Having gotten to the airport with plenty of time for virtually any eventuality, the speed of the lines had no power to disturb me. I could relax, smile, and enjoy the three-ring circus going on all around me.

The key to growing Joy is as easy as choosing to feed her. It isn’t a matter of looking at life through rose-colored glasses, for there is plenty of junk that needs to be identified, dealt with, and cleared away. But thinking ahead, making plans, and doing what we can when we can provides a lot of space in which to move, work, and enjoy life.

What does Joy need to sustain her? Patience, kindness, and a loving attitude. Put those in your pocket, and you may well find yourself smiling with Joy the next time you’re stuck in line in this, our world. Have a great week!

Monday, January 9, 2012


In the temple of the LORD all are crying, “Glory!”… The LORD shall give his people the blessing of peace. Excerpted, Psalm 29

How are you doing with the new year? Is it still fresh? Is it still new? Are you where you want to be, or at least headed in that direction?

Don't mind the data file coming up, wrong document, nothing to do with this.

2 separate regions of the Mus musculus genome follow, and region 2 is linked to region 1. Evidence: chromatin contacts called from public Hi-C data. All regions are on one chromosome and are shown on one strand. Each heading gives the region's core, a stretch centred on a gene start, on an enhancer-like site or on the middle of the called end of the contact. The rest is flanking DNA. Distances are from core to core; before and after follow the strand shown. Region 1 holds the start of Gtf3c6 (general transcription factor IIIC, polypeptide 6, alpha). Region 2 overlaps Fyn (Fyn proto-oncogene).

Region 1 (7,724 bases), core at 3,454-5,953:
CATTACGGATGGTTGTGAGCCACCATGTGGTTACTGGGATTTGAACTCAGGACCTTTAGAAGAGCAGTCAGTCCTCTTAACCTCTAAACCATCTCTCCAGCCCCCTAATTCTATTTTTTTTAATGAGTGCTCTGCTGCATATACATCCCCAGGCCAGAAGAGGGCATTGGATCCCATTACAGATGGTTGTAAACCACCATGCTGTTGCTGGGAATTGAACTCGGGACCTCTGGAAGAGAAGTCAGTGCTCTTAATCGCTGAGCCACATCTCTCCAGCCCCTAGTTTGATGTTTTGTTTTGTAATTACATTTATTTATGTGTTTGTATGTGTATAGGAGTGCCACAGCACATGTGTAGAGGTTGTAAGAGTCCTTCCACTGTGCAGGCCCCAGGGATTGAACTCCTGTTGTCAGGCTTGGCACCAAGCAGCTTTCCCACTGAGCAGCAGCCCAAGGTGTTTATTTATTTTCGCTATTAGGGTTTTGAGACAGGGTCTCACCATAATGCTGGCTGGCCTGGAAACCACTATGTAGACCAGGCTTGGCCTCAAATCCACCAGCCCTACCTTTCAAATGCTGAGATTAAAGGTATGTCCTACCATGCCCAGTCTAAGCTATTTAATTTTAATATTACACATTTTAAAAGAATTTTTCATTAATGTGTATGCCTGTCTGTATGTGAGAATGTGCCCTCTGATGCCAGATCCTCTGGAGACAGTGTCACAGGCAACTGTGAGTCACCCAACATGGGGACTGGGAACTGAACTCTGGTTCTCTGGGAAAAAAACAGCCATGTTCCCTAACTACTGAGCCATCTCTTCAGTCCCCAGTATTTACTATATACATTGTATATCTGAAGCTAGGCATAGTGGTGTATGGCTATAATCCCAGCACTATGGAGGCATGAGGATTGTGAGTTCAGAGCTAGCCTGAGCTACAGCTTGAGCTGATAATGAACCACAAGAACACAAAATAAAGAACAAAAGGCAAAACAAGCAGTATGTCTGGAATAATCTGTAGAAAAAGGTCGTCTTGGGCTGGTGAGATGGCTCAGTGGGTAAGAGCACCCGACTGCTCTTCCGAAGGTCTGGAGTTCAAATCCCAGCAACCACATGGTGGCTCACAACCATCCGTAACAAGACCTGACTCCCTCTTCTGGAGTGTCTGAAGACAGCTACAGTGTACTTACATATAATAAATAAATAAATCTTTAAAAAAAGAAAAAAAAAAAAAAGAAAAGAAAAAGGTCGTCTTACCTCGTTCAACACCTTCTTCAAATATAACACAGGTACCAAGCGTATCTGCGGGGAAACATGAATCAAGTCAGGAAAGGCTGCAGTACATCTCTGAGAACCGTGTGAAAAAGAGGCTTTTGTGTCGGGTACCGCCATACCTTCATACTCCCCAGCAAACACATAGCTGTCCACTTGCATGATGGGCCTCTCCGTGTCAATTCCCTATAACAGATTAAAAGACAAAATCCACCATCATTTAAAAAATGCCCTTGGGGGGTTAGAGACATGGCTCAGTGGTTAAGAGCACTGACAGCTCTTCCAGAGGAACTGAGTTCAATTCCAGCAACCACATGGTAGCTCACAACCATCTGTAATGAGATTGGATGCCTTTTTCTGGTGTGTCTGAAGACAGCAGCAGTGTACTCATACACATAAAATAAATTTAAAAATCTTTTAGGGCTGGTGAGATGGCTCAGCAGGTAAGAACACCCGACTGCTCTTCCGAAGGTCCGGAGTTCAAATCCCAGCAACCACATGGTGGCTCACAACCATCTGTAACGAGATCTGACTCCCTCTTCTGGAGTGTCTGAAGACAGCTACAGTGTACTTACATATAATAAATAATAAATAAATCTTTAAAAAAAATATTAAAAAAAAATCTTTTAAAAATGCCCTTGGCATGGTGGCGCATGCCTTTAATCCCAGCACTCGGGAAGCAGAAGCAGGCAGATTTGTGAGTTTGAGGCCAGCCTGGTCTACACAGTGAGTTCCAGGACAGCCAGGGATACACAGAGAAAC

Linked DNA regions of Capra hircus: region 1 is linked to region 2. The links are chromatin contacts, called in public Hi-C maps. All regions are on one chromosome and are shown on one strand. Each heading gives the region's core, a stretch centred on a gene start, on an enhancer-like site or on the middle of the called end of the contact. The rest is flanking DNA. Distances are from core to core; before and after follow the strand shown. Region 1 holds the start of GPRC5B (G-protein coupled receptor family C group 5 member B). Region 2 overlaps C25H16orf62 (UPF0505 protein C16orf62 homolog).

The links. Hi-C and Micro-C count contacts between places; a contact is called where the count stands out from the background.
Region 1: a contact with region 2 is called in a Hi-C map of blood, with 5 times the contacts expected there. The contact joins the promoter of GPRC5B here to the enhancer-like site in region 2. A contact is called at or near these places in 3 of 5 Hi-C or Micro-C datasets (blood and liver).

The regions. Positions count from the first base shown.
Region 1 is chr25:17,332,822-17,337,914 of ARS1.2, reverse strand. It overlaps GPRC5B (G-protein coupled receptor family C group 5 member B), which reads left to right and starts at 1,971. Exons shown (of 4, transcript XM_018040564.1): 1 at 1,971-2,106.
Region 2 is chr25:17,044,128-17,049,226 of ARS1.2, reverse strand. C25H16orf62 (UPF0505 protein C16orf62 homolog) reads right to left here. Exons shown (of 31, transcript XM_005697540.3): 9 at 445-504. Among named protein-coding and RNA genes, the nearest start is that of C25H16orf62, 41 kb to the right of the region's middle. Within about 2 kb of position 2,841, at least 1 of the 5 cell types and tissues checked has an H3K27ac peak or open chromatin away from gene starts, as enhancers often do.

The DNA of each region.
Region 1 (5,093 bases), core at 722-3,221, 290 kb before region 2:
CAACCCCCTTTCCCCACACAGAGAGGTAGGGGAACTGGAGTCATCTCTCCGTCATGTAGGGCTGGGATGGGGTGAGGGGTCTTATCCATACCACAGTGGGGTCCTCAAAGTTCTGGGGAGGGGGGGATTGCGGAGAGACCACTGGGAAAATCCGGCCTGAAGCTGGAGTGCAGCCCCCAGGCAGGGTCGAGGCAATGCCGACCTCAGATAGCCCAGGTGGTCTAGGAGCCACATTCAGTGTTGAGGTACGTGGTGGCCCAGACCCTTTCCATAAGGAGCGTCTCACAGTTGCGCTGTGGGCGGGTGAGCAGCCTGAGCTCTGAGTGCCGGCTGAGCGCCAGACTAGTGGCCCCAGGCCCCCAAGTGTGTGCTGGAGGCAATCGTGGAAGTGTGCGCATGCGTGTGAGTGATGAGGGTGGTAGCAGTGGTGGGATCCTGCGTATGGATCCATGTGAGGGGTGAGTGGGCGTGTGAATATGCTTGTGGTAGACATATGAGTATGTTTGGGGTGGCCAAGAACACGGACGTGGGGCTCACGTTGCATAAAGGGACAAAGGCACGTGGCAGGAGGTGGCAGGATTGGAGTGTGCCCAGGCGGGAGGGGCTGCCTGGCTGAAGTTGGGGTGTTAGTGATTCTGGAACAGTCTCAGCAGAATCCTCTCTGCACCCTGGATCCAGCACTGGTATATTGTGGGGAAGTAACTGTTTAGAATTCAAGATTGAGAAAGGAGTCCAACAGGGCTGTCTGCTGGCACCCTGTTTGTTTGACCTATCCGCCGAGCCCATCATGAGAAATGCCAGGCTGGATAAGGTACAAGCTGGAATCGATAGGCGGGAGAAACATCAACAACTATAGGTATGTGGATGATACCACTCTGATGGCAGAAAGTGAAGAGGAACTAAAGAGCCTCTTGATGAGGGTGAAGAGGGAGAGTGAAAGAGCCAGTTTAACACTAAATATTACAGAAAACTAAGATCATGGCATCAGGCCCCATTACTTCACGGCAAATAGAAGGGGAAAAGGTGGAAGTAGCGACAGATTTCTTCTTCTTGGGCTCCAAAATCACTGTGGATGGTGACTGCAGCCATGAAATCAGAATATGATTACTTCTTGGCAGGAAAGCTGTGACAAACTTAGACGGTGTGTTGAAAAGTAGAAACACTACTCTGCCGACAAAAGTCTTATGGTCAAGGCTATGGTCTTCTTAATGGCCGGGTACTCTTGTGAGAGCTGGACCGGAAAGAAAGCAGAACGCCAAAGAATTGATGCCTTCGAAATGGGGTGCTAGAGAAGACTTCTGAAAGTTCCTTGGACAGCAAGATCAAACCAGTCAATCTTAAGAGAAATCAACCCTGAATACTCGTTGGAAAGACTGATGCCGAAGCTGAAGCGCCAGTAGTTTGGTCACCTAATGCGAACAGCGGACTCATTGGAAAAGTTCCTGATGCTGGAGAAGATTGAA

One of the things I like about new things is their freshness. There is nothing like that new car smell. There are no car fresheners or detail shops that can restore that smell, are there?

I like breaking open a box with some new electronic gadget for work or play, and for a moment – a very brief moment to be sure – you get a whiff of that unit’s electronics, protective oils, and possibly even of the Styrofoam packing and cardboard, and all is heavenly.

It is like the scent of a promise made. Wordlessly, the car and the gadget promise speed, power, and performance the likes of which you have not had in a long time. They promise durability and dependability, and I think it is those promises I associate with the smell of brand new things.

Nothing lasts for long, though. New scents grow fainter as different odors take their place in the olfactory panoply of life.

However, I digress. How is your year going? Maybe it hasn’t gone far enough along to evaluate it properly, but does that matter?

Each day deserves to be taken on its own merits. If we take each day as it comes, doing what needs to be done, working out solutions to problems that may baffle us in the beginning, celebrating victories both small and great, we will find ourselves putting together a series of days that we could probably call “successful”.

If we put enough of those kinds of days together, four out of seven, for instance, we could say we have had a positive week.

But even if we have only one day in a week we would call positive, that wouldn’t be a bad thing; that is still better than batting a big fat zero – Goose Egg.